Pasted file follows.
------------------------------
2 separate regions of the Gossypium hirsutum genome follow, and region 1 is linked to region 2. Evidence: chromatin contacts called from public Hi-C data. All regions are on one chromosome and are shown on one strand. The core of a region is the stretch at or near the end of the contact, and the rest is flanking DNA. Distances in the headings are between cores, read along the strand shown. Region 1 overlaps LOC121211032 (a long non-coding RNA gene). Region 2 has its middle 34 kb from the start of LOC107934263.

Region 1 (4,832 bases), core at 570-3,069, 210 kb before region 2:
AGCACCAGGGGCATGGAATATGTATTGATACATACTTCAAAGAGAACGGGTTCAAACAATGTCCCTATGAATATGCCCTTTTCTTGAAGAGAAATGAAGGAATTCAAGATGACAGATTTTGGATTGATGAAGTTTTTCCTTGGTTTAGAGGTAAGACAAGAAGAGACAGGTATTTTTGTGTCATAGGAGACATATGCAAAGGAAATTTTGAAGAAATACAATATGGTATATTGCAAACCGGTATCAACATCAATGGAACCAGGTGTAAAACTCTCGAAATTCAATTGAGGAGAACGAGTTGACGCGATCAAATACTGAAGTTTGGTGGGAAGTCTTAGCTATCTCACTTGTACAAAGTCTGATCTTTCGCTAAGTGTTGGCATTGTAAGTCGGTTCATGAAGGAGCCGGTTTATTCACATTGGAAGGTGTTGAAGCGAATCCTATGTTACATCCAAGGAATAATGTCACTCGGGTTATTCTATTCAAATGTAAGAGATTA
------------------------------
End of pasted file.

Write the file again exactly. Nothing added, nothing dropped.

2 separate regions of the Gossypium hirsutum genome follow, and region 1 is linked to region 2. Evidence: chromatin contacts called from public Hi-C data. All regions are on one chromosome and are shown on one strand. The core of a region is the stretch at or near the end of the contact, and the rest is flanking DNA. Distances in the headings are between cores, read along the strand shown. Region 1 overlaps LOC121211032 (a long non-coding RNA gene). Region 2 has its middle 34 kb from the start of LOC107934263.

Region 1 (4,832 bases), core at 570-3,069, 210 kb before region 2:
AGCACCAGGGGCATGGAATATGTATTGATACATACTTCAAAGAGAACGGGTTCAAACAATGTCCCTATGAATATGCCCTTTTCTTGAAGAGAAATGAAGGAATTCAAGATGACAGATTTTGGATTGATGAAGTTTTTCCTTGGTTTAGAGGTAAGACAAGAAGAGACAGGTATTTTTGTGTCATAGGAGACATATGCAAAGGAAATTTTGAAGAAATACAATATGGTATATTGCAAACCGGTATCAACATCAATGGAACCAGGTGTAAAACTCTCGAAATTCAATTGAGGAGAACGAGTTGACGCGATCAAATACTGAAGTTTGGTGGGAAGTCTTAGCTATCTCACTTGTACAAAGTCTGATCTTTCGCTAAGTGTTGGCATTGTAAGTCGGTTCATGAAGGAGCCGGTTTATTCACATTGGAAGGTGTTGAAGCGAATCCTATGTTACATCCAAGGAATAATGTCACTCGGGTTATTCTATTCAAATGTAAGAGATTA